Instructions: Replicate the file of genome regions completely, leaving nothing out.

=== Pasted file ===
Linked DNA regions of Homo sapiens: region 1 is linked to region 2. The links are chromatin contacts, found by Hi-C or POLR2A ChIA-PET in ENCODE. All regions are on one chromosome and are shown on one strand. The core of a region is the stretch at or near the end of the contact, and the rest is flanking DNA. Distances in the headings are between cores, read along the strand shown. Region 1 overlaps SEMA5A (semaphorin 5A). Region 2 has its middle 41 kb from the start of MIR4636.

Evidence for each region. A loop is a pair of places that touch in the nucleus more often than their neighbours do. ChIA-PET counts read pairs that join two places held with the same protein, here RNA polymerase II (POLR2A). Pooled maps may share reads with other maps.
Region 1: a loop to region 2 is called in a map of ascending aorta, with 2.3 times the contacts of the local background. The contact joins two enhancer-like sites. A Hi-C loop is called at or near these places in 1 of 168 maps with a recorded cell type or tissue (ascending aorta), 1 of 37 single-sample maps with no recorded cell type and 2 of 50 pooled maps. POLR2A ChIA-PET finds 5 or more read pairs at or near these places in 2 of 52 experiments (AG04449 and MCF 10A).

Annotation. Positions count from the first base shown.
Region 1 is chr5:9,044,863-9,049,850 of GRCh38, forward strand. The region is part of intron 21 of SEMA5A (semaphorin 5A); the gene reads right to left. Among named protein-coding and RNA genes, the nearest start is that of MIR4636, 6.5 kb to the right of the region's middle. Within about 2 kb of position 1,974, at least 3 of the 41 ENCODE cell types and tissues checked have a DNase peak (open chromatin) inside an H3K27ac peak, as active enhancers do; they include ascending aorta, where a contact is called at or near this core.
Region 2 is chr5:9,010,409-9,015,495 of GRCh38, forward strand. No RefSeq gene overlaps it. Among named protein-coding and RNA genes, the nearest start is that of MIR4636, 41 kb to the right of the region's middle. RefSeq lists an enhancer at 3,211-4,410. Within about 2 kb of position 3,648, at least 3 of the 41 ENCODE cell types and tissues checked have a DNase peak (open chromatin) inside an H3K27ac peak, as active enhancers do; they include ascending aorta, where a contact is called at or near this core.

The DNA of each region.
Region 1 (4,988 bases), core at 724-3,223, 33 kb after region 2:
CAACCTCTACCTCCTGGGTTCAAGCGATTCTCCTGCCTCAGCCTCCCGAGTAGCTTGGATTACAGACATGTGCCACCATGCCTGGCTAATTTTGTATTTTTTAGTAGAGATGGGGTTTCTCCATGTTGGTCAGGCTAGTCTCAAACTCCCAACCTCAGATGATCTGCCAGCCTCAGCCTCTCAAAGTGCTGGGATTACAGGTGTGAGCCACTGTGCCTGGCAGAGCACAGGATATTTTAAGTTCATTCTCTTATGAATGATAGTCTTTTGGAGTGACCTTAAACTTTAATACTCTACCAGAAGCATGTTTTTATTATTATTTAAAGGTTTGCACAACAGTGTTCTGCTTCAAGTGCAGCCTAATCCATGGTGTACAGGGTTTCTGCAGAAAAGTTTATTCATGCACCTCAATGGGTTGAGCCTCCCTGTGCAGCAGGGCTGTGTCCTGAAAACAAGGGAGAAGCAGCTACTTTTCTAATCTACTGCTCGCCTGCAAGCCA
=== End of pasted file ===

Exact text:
Linked DNA regions of Homo sapiens: region 1 is linked to region 2. The links are chromatin contacts, found by Hi-C or POLR2A ChIA-PET in ENCODE. All regions are on one chromosome and are shown on one strand. The core of a region is the stretch at or near the end of the contact, and the rest is flanking DNA. Distances in the headings are between cores, read along the strand shown. Region 1 overlaps SEMA5A (semaphorin 5A). Region 2 has its middle 41 kb from the start of MIR4636.

Evidence for each region. A loop is a pair of places that touch in the nucleus more often than their neighbours do. ChIA-PET counts read pairs that join two places held with the same protein, here RNA polymerase II (POLR2A). Pooled maps may share reads with other maps.
Region 1: a loop to region 2 is called in a map of ascending aorta, with 2.3 times the contacts of the local background. The contact joins two enhancer-like sites. A Hi-C loop is called at or near these places in 1 of 168 maps with a recorded cell type or tissue (ascending aorta), 1 of 37 single-sample maps with no recorded cell type and 2 of 50 pooled maps. POLR2A ChIA-PET finds 5 or more read pairs at or near these places in 2 of 52 experiments (AG04449 and MCF 10A).

Annotation. Positions count from the first base shown.
Region 1 is chr5:9,044,863-9,049,850 of GRCh38, forward strand. The region is part of intron 21 of SEMA5A (semaphorin 5A); the gene reads right to left. Among named protein-coding and RNA genes, the nearest start is that of MIR4636, 6.5 kb to the right of the region's middle. Within about 2 kb of position 1,974, at least 3 of the 41 ENCODE cell types and tissues checked have a DNase peak (open chromatin) inside an H3K27ac peak, as active enhancers do; they include ascending aorta, where a contact is called at or near this core.
Region 2 is chr5:9,010,409-9,015,495 of GRCh38, forward strand. No RefSeq gene overlaps it. Among named protein-coding and RNA genes, the nearest start is that of MIR4636, 41 kb to the right of the region's middle. RefSeq lists an enhancer at 3,211-4,410. Within about 2 kb of position 3,648, at least 3 of the 41 ENCODE cell types and tissues checked have a DNase peak (open chromatin) inside an H3K27ac peak, as active enhancers do; they include ascending aorta, where a contact is called at or near this core.

The DNA of each region.
Region 1 (4,988 bases), core at 724-3,223, 33 kb after region 2:
CAACCTCTACCTCCTGGGTTCAAGCGATTCTCCTGCCTCAGCCTCCCGAGTAGCTTGGATTACAGACATGTGCCACCATGCCTGGCTAATTTTGTATTTTTTAGTAGAGATGGGGTTTCTCCATGTTGGTCAGGCTAGTCTCAAACTCCCAACCTCAGATGATCTGCCAGCCTCAGCCTCTCAAAGTGCTGGGATTACAGGTGTGAGCCACTGTGCCTGGCAGAGCACAGGATATTTTAAGTTCATTCTCTTATGAATGATAGTCTTTTGGAGTGACCTTAAACTTTAATACTCTACCAGAAGCATGTTTTTATTATTATTTAAAGGTTTGCACAACAGTGTTCTGCTTCAAGTGCAGCCTAATCCATGGTGTACAGGGTTTCTGCAGAAAAGTTTATTCATGCACCTCAATGGGTTGAGCCTCCCTGTGCAGCAGGGCTGTGTCCTGAAAACAAGGGAGAAGCAGCTACTTTTCTAATCTACTGCTCGCCTGCAAGCCA